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Any Major ABC of South Africa

June 17th, 2021 1 comment

Over the weekend, an article on how Malcolm McLaren brazenly plagiarised a South African song from 1977 for his 1983 hit Double Dutch came to my attention. The piece, written by Carsten Rasch and published in South Africa’s Sunday Times, is poorly edited, but it serves as a reminder of the ways in which black artists especially have been ripped off over and over again. At the centre here is how McLaren ripped off a 1977 tune, Puleng by The Boyoyo Boys, to create his biggest hit, the very catchy Double Dutch.

This sorry tale of theft and exploitation echoes the infuriating story of how a South African song named Mbube became a mega hit called The Lion Sleeps Tonight, on which all manner of white people cashed in — but not the man who wrote and first recorded it (and his family had to fight to get crumbs off the table). You can revisit my brief account of it at The Originals: Classics. Or seek out the very good 2019 Netflix documentary ReMastered: The Lion’s Share.

McLaren might have called his acts of theft — he looted various musical traditions — “taking inspiration”, but he betrayed these traditions when he failed to credit them. Before he ripped off the Bayoyo Boys, he plagiarised a tune by another South African outfit, the Mahotella Queens, for the Bow Wow Wow hit See Jungle! (Jungle Boy). Links to both songs are embedded in the Sunday Times article.

These were acts of cultural violence, and of cultural appropriation, though that term was not a big issue when these tunes were whitewashed (except to Peter Gabriel, who called McLaren out on it at the time). Where the lyrics of The Lion Sleeps Tonight riffed on African cliché, McLaren barely gave a nod to the cultural origins of the tune he stole, emigrating the mbaqanga sounds of South Africa’s townships to New York City.

Double Dutch, and other tracks by McLaren, were recorded in South Africa, with South African musicians, produced by Trevor Horn, who is also complicit in this sorry tale. The musicians were paid a flat fee, which in itself is fair practice. But Horn revealed the business ethics behind McLaren’s global raid on musical heritage himself: “The Africans got married on what we paid them. The Cubans charged us a lot of money, they really had their heads screwed on right. The Dominicans charged us a fortune. They screwed us!” That’s what it sounds like when music’s colonialists exploit people. “The Africans got married on what we paid them.” Translation: “These fools should be grateful for what we bothered to pay them.”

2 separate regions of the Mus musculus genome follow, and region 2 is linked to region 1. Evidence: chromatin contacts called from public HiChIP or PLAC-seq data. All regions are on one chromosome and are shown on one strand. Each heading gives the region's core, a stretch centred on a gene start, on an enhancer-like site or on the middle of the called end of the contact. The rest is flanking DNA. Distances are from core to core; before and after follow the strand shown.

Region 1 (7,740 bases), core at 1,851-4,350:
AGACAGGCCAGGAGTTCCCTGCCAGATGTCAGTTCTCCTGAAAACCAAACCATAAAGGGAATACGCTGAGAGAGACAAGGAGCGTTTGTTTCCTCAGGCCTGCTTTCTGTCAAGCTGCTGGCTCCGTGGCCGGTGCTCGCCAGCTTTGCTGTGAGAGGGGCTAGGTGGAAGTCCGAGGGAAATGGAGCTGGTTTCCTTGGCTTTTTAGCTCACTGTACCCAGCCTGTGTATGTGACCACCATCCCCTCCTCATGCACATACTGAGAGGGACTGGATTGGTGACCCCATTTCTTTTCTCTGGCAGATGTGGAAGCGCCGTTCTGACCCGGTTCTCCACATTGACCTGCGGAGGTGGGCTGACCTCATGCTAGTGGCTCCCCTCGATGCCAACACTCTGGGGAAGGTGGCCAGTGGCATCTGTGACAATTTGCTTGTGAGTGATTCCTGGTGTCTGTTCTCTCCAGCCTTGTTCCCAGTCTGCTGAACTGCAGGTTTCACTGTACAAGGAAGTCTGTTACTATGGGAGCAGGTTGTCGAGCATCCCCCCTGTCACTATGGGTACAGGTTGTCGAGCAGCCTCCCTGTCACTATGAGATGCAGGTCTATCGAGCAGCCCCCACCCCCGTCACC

The copyright holders of the songs which McLaren plagiarised eventually sued, and the case was settled out of court — but no composer of the song saw the money, or received a songwriting credit for it. White justice!

The writer of the Sunday Times article sums it up well: “Truth is, McLaren and Horn arrived at these shores, and like a pair of modern-day Cecil John Rhodeses, took what they wanted from the ‘gullible natives’ — so grateful to be blessed by the presence of these big white music bwanas they bent over backwards, allowed themselves to be morphed into ‘McLarenettes’ (a contrived group name for the musicians who played the music on the various tracks) — and deprived them of their just composer credits, not to mention money.”

Graceland and apartheid

The question of cultural appropriation brings me to Paul Simon’s 1986 Graceland album, which he recorded with a host of South African artists during the time of the cultural boycott against apartheid. These artists included groups like Ladysmith Black Mambazo and Stimela, and local jazz giants like Morris Goldberg and Mike Makhalemele. These musicians suffered under apartheid and opposed it. And the South African musicians appreciated the fair royalties, ethical attributions, and exposure their involvement created. For example, bassist Bakithi Kumalo built a great career as an international session musician on account of that bassline on You Can Call Me Al.